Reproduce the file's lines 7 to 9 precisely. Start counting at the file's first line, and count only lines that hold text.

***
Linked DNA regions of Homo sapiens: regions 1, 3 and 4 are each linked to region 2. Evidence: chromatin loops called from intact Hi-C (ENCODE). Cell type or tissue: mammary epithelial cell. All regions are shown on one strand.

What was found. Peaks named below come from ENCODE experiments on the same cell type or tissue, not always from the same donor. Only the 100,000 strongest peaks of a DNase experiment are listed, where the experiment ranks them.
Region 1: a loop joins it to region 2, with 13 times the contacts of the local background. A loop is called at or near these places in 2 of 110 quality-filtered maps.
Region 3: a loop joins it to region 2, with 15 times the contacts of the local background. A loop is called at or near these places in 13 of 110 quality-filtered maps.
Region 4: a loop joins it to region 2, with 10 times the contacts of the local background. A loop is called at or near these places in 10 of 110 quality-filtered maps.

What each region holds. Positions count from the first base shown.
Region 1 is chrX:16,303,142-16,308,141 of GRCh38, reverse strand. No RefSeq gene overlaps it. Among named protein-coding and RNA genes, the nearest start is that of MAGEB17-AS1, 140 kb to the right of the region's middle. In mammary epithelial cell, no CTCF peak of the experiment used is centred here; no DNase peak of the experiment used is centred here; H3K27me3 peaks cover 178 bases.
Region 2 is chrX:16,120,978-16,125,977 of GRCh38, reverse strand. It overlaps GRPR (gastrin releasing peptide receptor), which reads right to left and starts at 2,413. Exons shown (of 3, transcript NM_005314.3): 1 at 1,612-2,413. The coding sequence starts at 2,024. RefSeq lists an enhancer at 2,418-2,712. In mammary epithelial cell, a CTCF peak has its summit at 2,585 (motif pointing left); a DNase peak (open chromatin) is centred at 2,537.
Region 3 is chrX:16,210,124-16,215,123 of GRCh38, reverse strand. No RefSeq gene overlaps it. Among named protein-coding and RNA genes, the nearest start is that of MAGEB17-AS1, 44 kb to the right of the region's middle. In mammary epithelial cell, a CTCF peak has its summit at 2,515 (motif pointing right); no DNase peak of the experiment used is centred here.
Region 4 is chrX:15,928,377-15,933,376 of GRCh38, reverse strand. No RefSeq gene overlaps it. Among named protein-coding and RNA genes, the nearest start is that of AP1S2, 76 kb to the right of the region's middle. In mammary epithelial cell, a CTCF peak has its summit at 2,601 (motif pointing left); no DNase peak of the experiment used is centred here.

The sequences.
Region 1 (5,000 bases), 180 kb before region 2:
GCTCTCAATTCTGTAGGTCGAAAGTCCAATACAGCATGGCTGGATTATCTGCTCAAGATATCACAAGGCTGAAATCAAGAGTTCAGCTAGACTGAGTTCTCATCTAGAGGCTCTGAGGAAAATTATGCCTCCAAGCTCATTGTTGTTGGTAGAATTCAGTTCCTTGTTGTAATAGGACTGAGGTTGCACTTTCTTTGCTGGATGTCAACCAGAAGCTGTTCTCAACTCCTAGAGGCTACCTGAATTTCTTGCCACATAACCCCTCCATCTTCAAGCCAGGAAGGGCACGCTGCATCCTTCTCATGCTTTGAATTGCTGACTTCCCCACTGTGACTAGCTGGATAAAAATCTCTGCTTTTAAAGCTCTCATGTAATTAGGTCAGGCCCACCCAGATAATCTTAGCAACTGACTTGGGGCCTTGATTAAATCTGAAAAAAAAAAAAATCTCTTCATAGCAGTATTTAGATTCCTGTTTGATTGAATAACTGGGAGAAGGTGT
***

Region 1 is chrX:16,303,142-16,308,141 of GRCh38, reverse strand. No RefSeq gene overlaps it. Among named protein-coding and RNA genes, the nearest start is that of MAGEB17-AS1, 140 kb to the right of the region's middle. In mammary epithelial cell, no CTCF peak of the experiment used is centred here; no DNase peak of the experiment used is centred here; H3K27me3 peaks cover 178 bases.
Region 2 is chrX:16,120,978-16,125,977 of GRCh38, reverse strand. It overlaps GRPR (gastrin releasing peptide receptor), which reads right to left and starts at 2,413. Exons shown (of 3, transcript NM_005314.3): 1 at 1,612-2,413. The coding sequence starts at 2,024. RefSeq lists an enhancer at 2,418-2,712. In mammary epithelial cell, a CTCF peak has its summit at 2,585 (motif pointing left); a DNase peak (open chromatin) is centred at 2,537.
Region 3 is chrX:16,210,124-16,215,123 of GRCh38, reverse strand. No RefSeq gene overlaps it. Among named protein-coding and RNA genes, the nearest start is that of MAGEB17-AS1, 44 kb to the right of the region's middle. In mammary epithelial cell, a CTCF peak has its summit at 2,515 (motif pointing right); no DNase peak of the experiment used is centred here.